Wednesday, 22 July 2015

Thought experiment: Qu'ran, ethics and morality

Can a religious society that strictly adheres to their holy books ever become a society like modern Britain? Not to say that modern Britain is the epitome of moral and ethical thought and behaviour. No society is or perhaps can ever be perfect. I have no idea what perfection would even look like. Of course, religious societies have and do evolve. However, positive evolution, i.e. towards more liberal, secular and humane society, only happen at the cost of reduced religiosity. That is, people take their holy books less literally and just ignore some passages or at the very least massively re-interpret them. The answer to the question is then surely 'no'. If that is the case, then what is the purpose of a holy book that is supposed to be divinely inspired or the perfect word of God?

11th-century North African Quran in the British Museum - Wikipedia

This post was inspired by watching youtube videos of Tariq Ramadan talk about the complex issues regarding how the Qu'ran and Islam should fit into the modern world. He usually responds by saying that the Qu'ran and Islamic jurisprudence should be taken into context with modern society and the environment that Muslims find themselves in. This annoys me a little because I get the feeling that he can't quite say what he really wants to say or perhaps could say if certain mental shackles didn't exist. To be fair, we all have mental shackles due to the how we were raised and the society we were raised in. However, I see some form of mental contortionism happening in the minds of religious people who believe that the Qu'ran, or the Bible, is the perfect, unchanging word of God. After listening to Tariq Ramadan, I came up with a simple thought experiment to try and view the religious mental shackle in a different way.

Imagine an immortal man who was born around the time of the Prophet Muhammad and that he was a follower and believer. Then imagine that he receives the first fully compiled Qu'ran and decides that he will lock himself away from the world, remove all external influences and just read, study and contemplate on the Qu'ran. He has no need for food or drink and will not go crazy from the lack of human interaction and external stimuli. Finally, for the sake of argument, let's say that the man is as intelligent as the Prophet, perhaps more so because he can read and write, and has similar moral and ethical views.
After about 1436 years later he finally decides that it's time to come out of isolation and impart his wisdom to the world. The society/country that he appears in , after confirming somehow that he is actually immortal, chooses to appoint him as their leader. They then ask him how they should govern themselves, what rules they should follow in order to create an optimal Islamic society. What would that society or at least his vision of that society look like? Would it be more like Saudi Arabia or Britain? What would his views be on homosexuality, the status and rights of women and people of other religions and apostasy? Would homosexual acts, apostasy and adultery be crimes punishable by death? Would we describe his views as anything other than barbaric?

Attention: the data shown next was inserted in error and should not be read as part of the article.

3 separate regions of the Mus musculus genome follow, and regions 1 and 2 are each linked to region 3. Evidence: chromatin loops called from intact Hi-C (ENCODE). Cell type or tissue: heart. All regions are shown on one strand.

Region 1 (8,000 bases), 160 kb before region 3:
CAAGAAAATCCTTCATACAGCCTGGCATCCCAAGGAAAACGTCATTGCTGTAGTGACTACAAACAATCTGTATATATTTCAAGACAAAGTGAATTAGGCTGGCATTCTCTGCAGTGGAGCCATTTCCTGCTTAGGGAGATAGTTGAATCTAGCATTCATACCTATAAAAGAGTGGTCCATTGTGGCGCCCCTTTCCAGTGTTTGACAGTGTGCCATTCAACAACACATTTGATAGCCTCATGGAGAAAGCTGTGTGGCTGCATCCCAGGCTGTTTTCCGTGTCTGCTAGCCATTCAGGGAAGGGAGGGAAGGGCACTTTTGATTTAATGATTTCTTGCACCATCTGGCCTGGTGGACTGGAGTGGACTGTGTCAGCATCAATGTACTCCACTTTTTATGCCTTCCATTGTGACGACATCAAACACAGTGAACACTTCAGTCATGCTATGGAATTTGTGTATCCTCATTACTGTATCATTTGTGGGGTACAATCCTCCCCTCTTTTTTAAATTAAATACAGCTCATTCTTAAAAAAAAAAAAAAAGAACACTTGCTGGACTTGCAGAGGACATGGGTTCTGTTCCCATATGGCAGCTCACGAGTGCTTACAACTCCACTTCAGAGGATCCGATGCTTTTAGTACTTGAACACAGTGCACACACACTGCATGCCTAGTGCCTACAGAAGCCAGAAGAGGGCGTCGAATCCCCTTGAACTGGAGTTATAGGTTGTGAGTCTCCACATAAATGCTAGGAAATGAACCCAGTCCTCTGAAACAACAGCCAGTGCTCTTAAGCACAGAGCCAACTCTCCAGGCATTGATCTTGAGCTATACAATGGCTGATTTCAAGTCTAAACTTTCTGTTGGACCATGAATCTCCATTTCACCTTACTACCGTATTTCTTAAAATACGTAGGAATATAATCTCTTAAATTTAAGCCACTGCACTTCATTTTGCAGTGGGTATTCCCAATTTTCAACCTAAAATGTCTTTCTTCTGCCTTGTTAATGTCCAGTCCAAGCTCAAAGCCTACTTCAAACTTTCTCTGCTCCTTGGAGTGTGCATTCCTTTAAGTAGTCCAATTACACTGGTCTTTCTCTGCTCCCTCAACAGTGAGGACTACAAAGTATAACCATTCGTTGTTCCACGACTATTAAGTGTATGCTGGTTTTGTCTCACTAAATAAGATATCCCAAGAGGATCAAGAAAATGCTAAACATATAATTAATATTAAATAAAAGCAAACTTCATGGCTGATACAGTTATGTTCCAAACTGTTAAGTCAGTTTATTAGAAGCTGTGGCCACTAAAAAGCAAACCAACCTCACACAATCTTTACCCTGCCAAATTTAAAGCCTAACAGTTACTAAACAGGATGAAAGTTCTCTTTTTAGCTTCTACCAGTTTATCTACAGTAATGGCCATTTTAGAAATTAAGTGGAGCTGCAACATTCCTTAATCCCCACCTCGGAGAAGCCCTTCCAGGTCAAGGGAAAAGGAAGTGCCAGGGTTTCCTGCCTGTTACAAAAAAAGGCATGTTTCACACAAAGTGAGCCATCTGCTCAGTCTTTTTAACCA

Tariq Ramadan would probably consider this thought experiment a little silly and may say that we shouldn't rely on the views of one scholar but look to the majority view of scholars. Sure, scholars that live in and interact with the modern world. Not, many immortal scholars locked together with a copy of the Qu'ran. He believes, and it is the majority view, that the penalties are Islamic but they are nearly impossible to implement for some reason. That is, in theory the penalty for theft is amputation but they see it as a cruel and barbaric thing and so think that it should be virtually impossible to carry it out. However, they say the threat of amputation, for example, should remain in order to deter thieves. You have to wonder what kind of deterrent that really is. Let me try to put it another way: they aren't willing to wrestle themselves free from the Qu'ran and the Hadiths but they also can't appear to look completely crazy. Would Tariq consider apostasy a crime punishable by death? If not, is it a crime that should be punishable by some other means? Or, should it be a crime only if the apostate tries to spread his apostasy? Or perhaps Tariq would only view apostasy as a sin but would consider the apostate equal in terms of the law.

I'm not saying or trying to say that Islamic societies, unlike Christian ones, are incapable of changing/modernising and coming up with liberal, secular and enlightenment-like ideas. Both Christians and Muslims are largely becoming less religious and literal in their interpretation of the holy books. However, there are small but vocal minorities within both religions that are fighting to stop that happening and are trying very hard to spread their more literal views.

Whether it is Islam, Christianity or Communism, change has to come from within. However, ideas and pressure needs to come from outside also, to help speed things along.


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